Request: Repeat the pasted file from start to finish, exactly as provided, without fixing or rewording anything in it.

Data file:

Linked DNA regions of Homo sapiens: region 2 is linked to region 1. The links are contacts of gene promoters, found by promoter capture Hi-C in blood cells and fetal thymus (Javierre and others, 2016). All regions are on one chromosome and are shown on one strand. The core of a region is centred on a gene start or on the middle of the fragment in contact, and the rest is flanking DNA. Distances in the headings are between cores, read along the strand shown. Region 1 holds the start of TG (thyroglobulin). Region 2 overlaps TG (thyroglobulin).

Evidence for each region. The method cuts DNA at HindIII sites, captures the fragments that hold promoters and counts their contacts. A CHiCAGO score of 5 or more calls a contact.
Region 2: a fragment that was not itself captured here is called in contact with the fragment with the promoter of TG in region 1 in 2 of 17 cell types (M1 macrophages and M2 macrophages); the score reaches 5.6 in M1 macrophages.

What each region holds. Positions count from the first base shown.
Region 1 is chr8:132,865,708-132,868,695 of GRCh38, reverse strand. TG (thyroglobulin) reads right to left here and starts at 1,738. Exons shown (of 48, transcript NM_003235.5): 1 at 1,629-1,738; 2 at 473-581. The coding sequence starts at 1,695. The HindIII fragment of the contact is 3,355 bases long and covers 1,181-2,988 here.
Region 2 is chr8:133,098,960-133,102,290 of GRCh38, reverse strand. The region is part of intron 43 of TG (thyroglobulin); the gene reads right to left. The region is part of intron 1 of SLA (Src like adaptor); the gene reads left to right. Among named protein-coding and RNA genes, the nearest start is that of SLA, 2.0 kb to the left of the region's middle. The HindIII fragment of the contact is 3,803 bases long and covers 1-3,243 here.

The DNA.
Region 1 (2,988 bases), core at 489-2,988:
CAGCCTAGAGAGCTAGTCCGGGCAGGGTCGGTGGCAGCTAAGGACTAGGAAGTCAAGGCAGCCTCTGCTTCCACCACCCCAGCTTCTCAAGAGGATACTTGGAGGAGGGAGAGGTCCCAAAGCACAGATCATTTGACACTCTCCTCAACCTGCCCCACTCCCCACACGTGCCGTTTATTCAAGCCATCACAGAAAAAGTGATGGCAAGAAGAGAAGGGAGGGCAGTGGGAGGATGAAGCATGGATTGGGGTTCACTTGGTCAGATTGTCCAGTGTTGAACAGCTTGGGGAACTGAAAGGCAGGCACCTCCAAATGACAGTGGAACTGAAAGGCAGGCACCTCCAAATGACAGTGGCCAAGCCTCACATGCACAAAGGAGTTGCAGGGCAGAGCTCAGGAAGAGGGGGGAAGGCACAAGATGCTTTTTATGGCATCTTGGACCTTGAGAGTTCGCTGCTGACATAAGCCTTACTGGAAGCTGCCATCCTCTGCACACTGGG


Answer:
Linked DNA regions of Homo sapiens: region 2 is linked to region 1. The links are contacts of gene promoters, found by promoter capture Hi-C in blood cells and fetal thymus (Javierre and others, 2016). All regions are on one chromosome and are shown on one strand. The core of a region is centred on a gene start or on the middle of the fragment in contact, and the rest is flanking DNA. Distances in the headings are between cores, read along the strand shown. Region 1 holds the start of TG (thyroglobulin). Region 2 overlaps TG (thyroglobulin).

Evidence for each region. The method cuts DNA at HindIII sites, captures the fragments that hold promoters and counts their contacts. A CHiCAGO score of 5 or more calls a contact.
Region 2: a fragment that was not itself captured here is called in contact with the fragment with the promoter of TG in region 1 in 2 of 17 cell types (M1 macrophages and M2 macrophages); the score reaches 5.6 in M1 macrophages.

What each region holds. Positions count from the first base shown.
Region 1 is chr8:132,865,708-132,868,695 of GRCh38, reverse strand. TG (thyroglobulin) reads right to left here and starts at 1,738. Exons shown (of 48, transcript NM_003235.5): 1 at 1,629-1,738; 2 at 473-581. The coding sequence starts at 1,695. The HindIII fragment of the contact is 3,355 bases long and covers 1,181-2,988 here.
Region 2 is chr8:133,098,960-133,102,290 of GRCh38, reverse strand. The region is part of intron 43 of TG (thyroglobulin); the gene reads right to left. The region is part of intron 1 of SLA (Src like adaptor); the gene reads left to right. Among named protein-coding and RNA genes, the nearest start is that of SLA, 2.0 kb to the left of the region's middle. The HindIII fragment of the contact is 3,803 bases long and covers 1-3,243 here.

The DNA.
Region 1 (2,988 bases), core at 489-2,988:
CAGCCTAGAGAGCTAGTCCGGGCAGGGTCGGTGGCAGCTAAGGACTAGGAAGTCAAGGCAGCCTCTGCTTCCACCACCCCAGCTTCTCAAGAGGATACTTGGAGGAGGGAGAGGTCCCAAAGCACAGATCATTTGACACTCTCCTCAACCTGCCCCACTCCCCACACGTGCCGTTTATTCAAGCCATCACAGAAAAAGTGATGGCAAGAAGAGAAGGGAGGGCAGTGGGAGGATGAAGCATGGATTGGGGTTCACTTGGTCAGATTGTCCAGTGTTGAACAGCTTGGGGAACTGAAAGGCAGGCACCTCCAAATGACAGTGGAACTGAAAGGCAGGCACCTCCAAATGACAGTGGCCAAGCCTCACATGCACAAAGGAGTTGCAGGGCAGAGCTCAGGAAGAGGGGGGAAGGCACAAGATGCTTTTTATGGCATCTTGGACCTTGAGAGTTCGCTGCTGACATAAGCCTTACTGGAAGCTGCCATCCTCTGCACACTGGG